Getting to the root of a problem…..
As someone who has been studying the human body, movement, exercise nutrition and health for almost 30 years now one of the things that really perplexed me the most was why apparently healthy people got sick. Why is it that people, who exercise, eat right, meditate and go to bed on time can still fall foul to some of the killer diseases of our time? It’s because I have had so many health concerns myself, a chronic back problem, heavy metal toxicity, to mention a few, that I had to keep digging deeper. This was the impetus for me to write “Cracking the Mind/Body Code”. I wanted to get to the root of the problem. And boy what a journey it has been!
We all know that if we want to get rid of weeds then they really must be pulled out from the root. If we just spray them with weed killer they could simply grow back at a later date. Much of our approach to disease, especially in the Western world, is simply to treat symptoms. This, in my view, is not enough.
One of the first things that a doctor does when investigating an illness you have is to take a family history. We know that if our father, grandfather and great grandfather died of a heart attack than we had better get proactive with our heart health. We know that weakness and predisposition to certain diseases can be inherited from our ancestors. Women who inherit the BRAC1 and BRAC2 genes have for example a far greater risk of developing breast and ovarian cancers.
The human genome project completed in 2001, uncovered about 25,000 protein coding genes. This is less than 2% of the entire human genome. The remainder genetic material was once labelled “Junk DNA”.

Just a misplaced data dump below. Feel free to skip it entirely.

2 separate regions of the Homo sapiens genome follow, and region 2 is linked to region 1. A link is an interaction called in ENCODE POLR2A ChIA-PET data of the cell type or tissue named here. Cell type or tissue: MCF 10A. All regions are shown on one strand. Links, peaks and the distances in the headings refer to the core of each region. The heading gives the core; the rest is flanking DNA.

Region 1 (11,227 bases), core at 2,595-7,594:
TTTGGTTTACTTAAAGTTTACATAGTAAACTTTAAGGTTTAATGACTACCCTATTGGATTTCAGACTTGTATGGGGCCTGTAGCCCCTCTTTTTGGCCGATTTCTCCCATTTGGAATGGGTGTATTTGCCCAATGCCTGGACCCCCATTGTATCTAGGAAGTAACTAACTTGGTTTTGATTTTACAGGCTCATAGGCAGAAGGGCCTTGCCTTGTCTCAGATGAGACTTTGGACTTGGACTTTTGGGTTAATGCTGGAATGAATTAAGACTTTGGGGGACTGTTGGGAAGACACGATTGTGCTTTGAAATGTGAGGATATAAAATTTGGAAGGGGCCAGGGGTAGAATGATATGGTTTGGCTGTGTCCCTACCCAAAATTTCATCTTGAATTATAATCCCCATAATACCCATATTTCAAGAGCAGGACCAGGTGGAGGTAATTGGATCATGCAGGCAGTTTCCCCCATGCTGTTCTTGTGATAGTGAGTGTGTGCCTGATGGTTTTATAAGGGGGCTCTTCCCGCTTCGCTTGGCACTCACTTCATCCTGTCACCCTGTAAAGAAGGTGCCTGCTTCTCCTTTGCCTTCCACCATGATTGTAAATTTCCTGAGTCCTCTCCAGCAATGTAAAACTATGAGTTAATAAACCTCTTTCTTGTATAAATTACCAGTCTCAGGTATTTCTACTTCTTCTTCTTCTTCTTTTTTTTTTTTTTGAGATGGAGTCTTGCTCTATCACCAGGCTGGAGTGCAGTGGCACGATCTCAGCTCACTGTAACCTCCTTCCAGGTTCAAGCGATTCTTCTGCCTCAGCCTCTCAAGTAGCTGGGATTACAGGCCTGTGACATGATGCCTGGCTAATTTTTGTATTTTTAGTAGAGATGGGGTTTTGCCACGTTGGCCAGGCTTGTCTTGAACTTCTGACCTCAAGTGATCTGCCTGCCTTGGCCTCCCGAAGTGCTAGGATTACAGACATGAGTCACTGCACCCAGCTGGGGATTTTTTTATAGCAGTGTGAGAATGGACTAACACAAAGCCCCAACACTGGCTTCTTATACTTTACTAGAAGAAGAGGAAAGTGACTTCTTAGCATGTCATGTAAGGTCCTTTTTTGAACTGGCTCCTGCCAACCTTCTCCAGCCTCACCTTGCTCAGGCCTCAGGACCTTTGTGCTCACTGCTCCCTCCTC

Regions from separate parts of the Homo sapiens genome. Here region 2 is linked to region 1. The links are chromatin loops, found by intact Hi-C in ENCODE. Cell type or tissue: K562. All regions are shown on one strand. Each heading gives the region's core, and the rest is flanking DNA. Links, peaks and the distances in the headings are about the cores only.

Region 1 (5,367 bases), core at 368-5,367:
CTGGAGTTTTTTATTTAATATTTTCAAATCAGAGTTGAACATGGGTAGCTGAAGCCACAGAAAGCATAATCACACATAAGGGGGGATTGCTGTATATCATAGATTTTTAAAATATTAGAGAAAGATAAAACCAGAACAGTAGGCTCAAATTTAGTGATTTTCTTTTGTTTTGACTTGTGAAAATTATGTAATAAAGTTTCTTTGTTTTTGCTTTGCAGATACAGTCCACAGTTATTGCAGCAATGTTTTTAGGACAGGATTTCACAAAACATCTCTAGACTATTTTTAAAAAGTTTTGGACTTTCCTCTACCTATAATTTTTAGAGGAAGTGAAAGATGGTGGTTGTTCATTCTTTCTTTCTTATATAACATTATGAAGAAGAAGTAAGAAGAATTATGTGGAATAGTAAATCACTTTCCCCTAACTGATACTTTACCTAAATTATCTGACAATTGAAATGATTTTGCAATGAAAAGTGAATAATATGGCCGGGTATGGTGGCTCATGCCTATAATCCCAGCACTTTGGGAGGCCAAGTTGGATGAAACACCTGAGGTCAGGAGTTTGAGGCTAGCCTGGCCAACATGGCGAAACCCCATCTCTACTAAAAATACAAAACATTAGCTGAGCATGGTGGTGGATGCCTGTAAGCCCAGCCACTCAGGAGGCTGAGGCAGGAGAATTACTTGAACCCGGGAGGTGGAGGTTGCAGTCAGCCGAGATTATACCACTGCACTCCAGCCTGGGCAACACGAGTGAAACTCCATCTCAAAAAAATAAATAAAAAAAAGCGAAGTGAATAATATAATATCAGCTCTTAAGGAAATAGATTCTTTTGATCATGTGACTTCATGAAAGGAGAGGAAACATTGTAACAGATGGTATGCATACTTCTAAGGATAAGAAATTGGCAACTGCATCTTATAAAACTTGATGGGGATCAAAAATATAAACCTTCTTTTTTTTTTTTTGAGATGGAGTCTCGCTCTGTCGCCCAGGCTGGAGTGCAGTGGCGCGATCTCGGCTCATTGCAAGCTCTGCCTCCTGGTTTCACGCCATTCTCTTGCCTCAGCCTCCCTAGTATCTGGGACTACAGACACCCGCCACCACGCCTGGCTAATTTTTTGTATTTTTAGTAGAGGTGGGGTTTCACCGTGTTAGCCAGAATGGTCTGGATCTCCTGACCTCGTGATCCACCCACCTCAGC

“The stone which the builder rejected has become the corner stone”
What scientists are now discovering is that our genes may not really be running the show at all but may however be controlled by the so called “Junk DNA”:
“In an impressive series of more than 30 papers published in several journals, including Nature, Genome Research, Genome Biology, Science and Cell, scientists now report that these vast stretches of seeming “junk” DNA are actually the seat of crucial gene-controlling activity — changes that contribute to hundreds of common diseases.” (1)
The new emerging science of epigenetics (meaning above genetics) is the study of gene expression regulation that cannot be directly attributed to changes in the DNA sequence.
Here are some examples of how this plays out:
Trauma from poor parenting
In a landmark study titled “Epigenetic programming by Maternal Behaviour”, which was published in the Journal Nature Neuroscience in June 2004, researchers clearly demonstrated the potential of the environment to create changes in gene expression of an unfavourable kind. In the study two different environments were tested with regard to the parenting of baby rats. In one group there was lots of licking, preening and snuggling under the mother’s belly. In the other group there was significantly less of this tactile interaction. The poor unfortunate rats that did not have that loving touch began to get significant methylation of their DNA in the brain regions responsible for stress response, namely the hippocampus. They now had a heightened stress response. (2)
The last example was one of an epigenetic change within one generation. Can an epigenetic change be passed on to future generations? The answer is an emphatic yes.
In a 2012 study by Sonia de Assis, published in Nature Communications she showed that a high intake of inflammatory fats during pregnancy not only affected the direct offspring for increased cancer risk but also the grandchildren.